The Holy Spirit at Work Today

"The Advocate, the Holy Spirit whom the Father will send in my name, will teach you everything and remind you of all that I told you."

With these words, Our Lord is telling us that the last act in His salvific mission will not be His resurrection or Ascension, but the sending of the Holy Spirit. The Acts of the Apostles recounts the fulfillment of this promise at Pentecost.

When we read that account, it seems so wondrous. The Apostles are gathered in prayer in the upper room. They hear a strong wind. They see what appear to be tongues of fire hovering over them. When they begin preaching, people of differing lands and languages hear them speaking in their own native tongues. It all seems so fantastic.

When we proceed through the Acts of the Apostles, we hear even more fantastic stories. Peter, while on his way to the temple to pray, heals a crippled man. He and Paul are miraculously freed from prison. Peter boldly preaches about Jesus' resurrection, a marked contrast from his actions on the night of the Last Supper. Finally, we hear about the conversion and baptism of the Gentiles.

 In other words, when we read the Acts of the Apostles, we hear about a time when the work of the Holy Spirit seemed to be made manifest in some pretty remarkable and bold ways. One might wonder what has happened since then. Why do we not seem to hear about such things now? Is the Holy Spirit still at work in the Church?

The answer is a resounding yes. Yes, the events of Pentecost were truly astounding. But the outpouring of the Holy Spirit, the eternal flame of God's burning love which can never be diminished, continues in our sacramental celebrations.

A man named Didymus once wrote about the work of the Holy Spirit in our baptism: "The Spirit frees us from sin and death, and changes us from the earthly men we were, men of dust and ashes, into spiritual men, sharers in the divine glory, sons and heirs of God the Father who bear a likeness to the Son and are his co-heirs and brothers, destined to reign with him and to share his glory."

The sacrament of confirmation is a renewal of Pentecost. The Holy Spirit strengthens those being confirmed with the gifts of wisdom, knowledge, counsel, fortitude, fear of the Lord, piety and understanding. With these, He strengthens those who receive Him with all that they need to be true witnesses of Christ — soldiers for Christ, as it was once said — in the world.

And do we not see the fruit of that first Pentecost each time we gather for Mass? Parthians, Medes, Elamites, Cyrenians, etc., all heard the word of God in their own language. The Holy Spirit gathered men of every race and tongue into one Church, into one body. Today, we see many from the Philippines, Vietnam, Korea, Africa, Central and South American countries worshipping in our churches. Indeed, the Holy Spirit still gathers people of every race and tongue into one faith and one Church.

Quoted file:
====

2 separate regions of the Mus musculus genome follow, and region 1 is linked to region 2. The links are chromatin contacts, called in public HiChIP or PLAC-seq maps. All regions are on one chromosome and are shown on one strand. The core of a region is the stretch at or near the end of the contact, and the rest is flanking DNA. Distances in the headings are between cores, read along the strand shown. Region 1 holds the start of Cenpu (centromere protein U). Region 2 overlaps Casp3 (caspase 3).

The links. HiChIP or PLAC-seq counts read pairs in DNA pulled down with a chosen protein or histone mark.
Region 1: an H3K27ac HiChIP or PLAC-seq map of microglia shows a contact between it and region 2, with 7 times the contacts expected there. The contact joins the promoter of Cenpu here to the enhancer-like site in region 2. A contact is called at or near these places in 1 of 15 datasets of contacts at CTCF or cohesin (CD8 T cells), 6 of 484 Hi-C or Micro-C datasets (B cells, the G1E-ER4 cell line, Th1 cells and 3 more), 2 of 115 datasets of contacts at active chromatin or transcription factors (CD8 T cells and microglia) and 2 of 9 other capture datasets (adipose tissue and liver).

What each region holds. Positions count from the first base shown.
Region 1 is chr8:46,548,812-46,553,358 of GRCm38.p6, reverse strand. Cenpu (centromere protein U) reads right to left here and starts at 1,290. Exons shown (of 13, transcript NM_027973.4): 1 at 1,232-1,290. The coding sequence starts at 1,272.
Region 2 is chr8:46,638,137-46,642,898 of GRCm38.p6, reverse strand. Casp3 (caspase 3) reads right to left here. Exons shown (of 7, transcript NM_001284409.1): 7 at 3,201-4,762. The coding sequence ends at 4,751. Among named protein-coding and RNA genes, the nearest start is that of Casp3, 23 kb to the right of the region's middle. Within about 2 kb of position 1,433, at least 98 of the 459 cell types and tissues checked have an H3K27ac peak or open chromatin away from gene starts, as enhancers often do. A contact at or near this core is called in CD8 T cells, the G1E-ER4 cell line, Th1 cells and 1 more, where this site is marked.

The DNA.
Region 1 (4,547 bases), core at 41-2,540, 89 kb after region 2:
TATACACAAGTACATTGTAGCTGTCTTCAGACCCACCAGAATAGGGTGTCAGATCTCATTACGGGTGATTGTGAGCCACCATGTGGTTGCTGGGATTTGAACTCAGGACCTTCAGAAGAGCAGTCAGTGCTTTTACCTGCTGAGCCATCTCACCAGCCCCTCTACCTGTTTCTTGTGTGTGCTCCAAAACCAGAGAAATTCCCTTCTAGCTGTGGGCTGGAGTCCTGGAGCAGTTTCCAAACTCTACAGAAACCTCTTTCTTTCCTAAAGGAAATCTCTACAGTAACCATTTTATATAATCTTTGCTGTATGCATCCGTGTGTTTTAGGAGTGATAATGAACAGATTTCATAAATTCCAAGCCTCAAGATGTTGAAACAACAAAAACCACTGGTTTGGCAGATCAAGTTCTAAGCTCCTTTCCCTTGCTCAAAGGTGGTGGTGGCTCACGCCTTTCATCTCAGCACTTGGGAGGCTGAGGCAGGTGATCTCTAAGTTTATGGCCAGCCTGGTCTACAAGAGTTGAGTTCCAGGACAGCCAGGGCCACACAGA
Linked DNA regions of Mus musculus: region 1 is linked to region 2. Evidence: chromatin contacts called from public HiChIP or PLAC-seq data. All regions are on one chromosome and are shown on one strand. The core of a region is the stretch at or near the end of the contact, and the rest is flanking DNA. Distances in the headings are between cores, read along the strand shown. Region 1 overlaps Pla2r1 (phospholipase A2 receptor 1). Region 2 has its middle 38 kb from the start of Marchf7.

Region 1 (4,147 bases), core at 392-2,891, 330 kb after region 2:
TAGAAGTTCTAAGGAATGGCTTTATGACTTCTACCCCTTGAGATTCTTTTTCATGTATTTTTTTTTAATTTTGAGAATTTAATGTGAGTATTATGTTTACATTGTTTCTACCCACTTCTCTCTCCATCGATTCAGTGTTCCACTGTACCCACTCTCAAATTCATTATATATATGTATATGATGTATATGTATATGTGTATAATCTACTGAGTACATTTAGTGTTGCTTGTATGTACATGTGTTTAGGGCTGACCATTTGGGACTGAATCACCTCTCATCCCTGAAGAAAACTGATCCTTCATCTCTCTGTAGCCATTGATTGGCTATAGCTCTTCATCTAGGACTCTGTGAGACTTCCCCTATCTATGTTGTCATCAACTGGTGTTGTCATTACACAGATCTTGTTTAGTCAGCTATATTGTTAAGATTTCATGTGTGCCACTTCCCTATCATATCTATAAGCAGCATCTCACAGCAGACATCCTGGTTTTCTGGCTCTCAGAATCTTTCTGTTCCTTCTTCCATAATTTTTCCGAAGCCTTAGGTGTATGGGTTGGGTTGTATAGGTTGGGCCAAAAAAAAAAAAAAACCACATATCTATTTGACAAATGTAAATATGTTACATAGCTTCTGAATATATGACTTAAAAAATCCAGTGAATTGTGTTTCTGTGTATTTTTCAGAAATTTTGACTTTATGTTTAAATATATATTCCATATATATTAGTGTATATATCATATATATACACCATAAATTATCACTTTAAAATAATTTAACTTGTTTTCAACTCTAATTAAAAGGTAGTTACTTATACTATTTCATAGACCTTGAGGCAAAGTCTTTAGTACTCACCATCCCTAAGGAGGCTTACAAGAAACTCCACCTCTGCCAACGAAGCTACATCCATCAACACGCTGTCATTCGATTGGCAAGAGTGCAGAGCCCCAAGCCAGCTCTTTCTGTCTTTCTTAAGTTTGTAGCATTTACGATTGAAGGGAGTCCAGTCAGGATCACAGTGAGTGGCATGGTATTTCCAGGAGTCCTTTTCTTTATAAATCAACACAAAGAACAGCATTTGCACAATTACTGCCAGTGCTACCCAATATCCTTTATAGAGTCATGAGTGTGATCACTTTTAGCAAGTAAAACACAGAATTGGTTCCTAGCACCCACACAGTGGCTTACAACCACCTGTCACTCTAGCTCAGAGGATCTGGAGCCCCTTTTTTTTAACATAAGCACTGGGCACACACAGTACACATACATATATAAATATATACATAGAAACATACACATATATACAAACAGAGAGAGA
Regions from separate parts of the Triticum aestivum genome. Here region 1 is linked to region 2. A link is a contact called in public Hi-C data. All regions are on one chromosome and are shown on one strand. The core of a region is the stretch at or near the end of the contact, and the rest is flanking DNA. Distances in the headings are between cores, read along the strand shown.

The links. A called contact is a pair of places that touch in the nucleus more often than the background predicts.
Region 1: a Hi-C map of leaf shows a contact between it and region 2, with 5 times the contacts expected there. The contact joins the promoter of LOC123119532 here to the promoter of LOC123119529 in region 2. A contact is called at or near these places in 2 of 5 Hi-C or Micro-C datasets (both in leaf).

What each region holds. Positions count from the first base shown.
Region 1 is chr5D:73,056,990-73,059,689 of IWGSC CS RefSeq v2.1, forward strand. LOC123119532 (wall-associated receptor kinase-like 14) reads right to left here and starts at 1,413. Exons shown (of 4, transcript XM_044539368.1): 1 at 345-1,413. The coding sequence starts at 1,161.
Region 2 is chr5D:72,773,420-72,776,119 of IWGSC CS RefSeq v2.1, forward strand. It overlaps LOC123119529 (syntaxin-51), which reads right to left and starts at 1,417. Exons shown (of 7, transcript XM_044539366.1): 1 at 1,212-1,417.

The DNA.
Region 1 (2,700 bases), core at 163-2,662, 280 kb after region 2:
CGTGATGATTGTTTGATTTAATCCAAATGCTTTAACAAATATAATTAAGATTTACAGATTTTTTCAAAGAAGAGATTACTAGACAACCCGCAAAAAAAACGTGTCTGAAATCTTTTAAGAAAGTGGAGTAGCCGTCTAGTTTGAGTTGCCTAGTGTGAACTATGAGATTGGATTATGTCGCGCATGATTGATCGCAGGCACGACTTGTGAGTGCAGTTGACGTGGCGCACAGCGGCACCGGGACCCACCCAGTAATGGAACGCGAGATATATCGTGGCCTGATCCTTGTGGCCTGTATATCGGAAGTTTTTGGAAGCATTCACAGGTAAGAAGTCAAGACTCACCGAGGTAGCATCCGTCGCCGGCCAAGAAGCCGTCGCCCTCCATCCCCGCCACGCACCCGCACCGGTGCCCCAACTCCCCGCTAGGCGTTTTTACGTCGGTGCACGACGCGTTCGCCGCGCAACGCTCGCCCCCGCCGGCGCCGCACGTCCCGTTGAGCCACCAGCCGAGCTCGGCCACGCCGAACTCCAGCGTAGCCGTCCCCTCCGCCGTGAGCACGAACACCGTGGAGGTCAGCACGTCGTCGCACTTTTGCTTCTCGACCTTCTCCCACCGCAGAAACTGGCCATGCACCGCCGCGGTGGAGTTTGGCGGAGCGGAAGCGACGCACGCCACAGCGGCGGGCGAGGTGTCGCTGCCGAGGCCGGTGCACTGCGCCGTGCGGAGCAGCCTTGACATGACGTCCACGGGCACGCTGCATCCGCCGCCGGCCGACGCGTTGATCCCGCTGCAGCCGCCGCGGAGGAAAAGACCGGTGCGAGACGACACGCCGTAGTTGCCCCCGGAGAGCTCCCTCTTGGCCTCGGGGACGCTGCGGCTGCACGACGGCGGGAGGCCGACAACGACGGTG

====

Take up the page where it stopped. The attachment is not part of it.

Finally, we can see the Holy Spirit at work in devout souls, those who would inspire us with their examples of patience, humility and charity. In other words, we see the Holy Spirit at work in truly saintly souls. Does not Our Lord say, "Whoever loves me will keep me word, and my Father will love him, and we will come to make our dwelling with him"? The dwelling place of the Spirit is a holy soul. He is at work in the soul that converts and turns away from sin.

Maybe the Holy Spirit does not manifest Himself in strong wind and tongues of fire, but He is very much at work in the world today. We just have to know where to look.

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Rod Bennett is the author of Four Witnesses; The Early Church in Her Own Words widely considered to be a modern classic of Catholic apologetics. His other works include: The Apostasy that Wasn't; The Extraordinary Story of the Unbreakable Early Church and Chesterton's America; A Distributist History of the United States. His articles have appeared in Our Sunday Visitor, Rutherford Magazine, and Catholic Exchange; and he has been a frequent guest on EWTN television and Catholic Answers radio. Rod lives with his wife and two children on the 200-year old family homeplace in the Great Smoky Mountains of East Tennessee.

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